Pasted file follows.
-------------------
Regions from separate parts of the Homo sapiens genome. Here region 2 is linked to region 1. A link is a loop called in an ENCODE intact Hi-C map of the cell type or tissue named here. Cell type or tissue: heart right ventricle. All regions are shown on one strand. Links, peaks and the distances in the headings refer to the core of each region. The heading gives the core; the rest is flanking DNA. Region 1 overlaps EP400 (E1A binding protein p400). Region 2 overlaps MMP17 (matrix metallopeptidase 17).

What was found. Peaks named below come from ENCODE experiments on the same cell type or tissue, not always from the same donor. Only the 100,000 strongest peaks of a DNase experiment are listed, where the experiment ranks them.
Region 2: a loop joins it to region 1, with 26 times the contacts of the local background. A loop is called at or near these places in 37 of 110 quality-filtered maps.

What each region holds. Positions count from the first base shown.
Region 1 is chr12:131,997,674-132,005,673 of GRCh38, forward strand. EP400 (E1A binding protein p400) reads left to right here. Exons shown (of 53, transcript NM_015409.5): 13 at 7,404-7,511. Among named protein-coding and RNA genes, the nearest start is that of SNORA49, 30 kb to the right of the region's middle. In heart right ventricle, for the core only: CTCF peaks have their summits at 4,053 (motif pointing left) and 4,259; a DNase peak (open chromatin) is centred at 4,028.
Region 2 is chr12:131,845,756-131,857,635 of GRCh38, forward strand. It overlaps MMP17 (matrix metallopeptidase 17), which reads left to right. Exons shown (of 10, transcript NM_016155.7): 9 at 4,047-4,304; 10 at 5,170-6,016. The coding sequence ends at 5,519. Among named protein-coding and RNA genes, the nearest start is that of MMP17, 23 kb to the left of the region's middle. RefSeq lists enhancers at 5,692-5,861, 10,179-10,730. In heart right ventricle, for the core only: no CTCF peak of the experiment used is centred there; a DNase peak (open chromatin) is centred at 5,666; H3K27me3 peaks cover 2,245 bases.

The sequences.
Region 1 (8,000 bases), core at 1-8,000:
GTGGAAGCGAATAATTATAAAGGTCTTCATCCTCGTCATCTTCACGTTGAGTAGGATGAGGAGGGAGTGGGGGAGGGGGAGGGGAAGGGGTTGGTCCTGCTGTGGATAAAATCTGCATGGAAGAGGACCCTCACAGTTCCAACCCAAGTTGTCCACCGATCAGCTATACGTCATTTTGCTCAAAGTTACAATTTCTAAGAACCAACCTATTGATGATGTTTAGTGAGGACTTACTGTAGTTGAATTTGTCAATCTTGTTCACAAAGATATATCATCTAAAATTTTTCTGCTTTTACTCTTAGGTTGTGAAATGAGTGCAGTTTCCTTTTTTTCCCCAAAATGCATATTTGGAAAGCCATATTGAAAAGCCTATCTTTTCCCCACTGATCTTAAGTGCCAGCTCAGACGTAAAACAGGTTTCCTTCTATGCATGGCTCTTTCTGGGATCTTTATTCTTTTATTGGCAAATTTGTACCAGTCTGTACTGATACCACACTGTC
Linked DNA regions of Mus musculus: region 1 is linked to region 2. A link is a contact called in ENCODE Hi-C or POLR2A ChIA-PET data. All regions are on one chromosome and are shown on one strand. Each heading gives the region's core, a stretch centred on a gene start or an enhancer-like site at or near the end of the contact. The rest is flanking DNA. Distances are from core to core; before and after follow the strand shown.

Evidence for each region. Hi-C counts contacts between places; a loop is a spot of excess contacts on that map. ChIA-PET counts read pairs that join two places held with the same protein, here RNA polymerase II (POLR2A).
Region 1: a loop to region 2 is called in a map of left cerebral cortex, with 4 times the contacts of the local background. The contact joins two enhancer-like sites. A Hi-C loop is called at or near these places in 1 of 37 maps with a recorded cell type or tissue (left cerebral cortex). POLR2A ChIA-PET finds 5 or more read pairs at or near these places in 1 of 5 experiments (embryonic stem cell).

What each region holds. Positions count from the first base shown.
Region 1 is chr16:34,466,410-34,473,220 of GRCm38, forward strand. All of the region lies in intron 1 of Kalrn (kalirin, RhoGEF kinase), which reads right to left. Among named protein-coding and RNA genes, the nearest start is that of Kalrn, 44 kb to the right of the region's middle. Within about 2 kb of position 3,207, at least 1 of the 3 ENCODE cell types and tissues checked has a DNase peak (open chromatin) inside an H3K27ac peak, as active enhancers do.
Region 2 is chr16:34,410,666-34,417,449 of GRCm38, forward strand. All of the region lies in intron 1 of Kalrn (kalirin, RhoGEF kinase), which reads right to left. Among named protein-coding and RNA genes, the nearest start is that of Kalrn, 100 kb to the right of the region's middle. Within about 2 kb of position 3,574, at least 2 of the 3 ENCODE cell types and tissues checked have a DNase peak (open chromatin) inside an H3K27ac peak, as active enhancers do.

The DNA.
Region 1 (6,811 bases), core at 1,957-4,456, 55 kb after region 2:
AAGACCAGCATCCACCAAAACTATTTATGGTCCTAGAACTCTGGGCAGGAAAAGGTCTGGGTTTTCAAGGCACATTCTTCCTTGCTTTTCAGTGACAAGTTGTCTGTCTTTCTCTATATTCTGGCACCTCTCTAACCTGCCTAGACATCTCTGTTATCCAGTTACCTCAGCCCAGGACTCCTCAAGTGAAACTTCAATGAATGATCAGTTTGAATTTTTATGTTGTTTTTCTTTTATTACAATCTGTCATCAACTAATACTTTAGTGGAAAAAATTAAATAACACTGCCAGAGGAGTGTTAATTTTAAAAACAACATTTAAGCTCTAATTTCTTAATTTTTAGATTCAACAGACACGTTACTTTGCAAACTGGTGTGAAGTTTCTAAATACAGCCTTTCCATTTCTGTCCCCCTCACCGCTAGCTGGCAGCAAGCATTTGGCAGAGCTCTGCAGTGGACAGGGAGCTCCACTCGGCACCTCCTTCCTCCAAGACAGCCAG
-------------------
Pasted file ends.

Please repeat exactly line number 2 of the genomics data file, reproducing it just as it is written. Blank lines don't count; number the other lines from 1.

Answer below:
What was found. Peaks named below come from ENCODE experiments on the same cell type or tissue, not always from the same donor. Only the 100,000 strongest peaks of a DNase experiment are listed, where the experiment ranks them.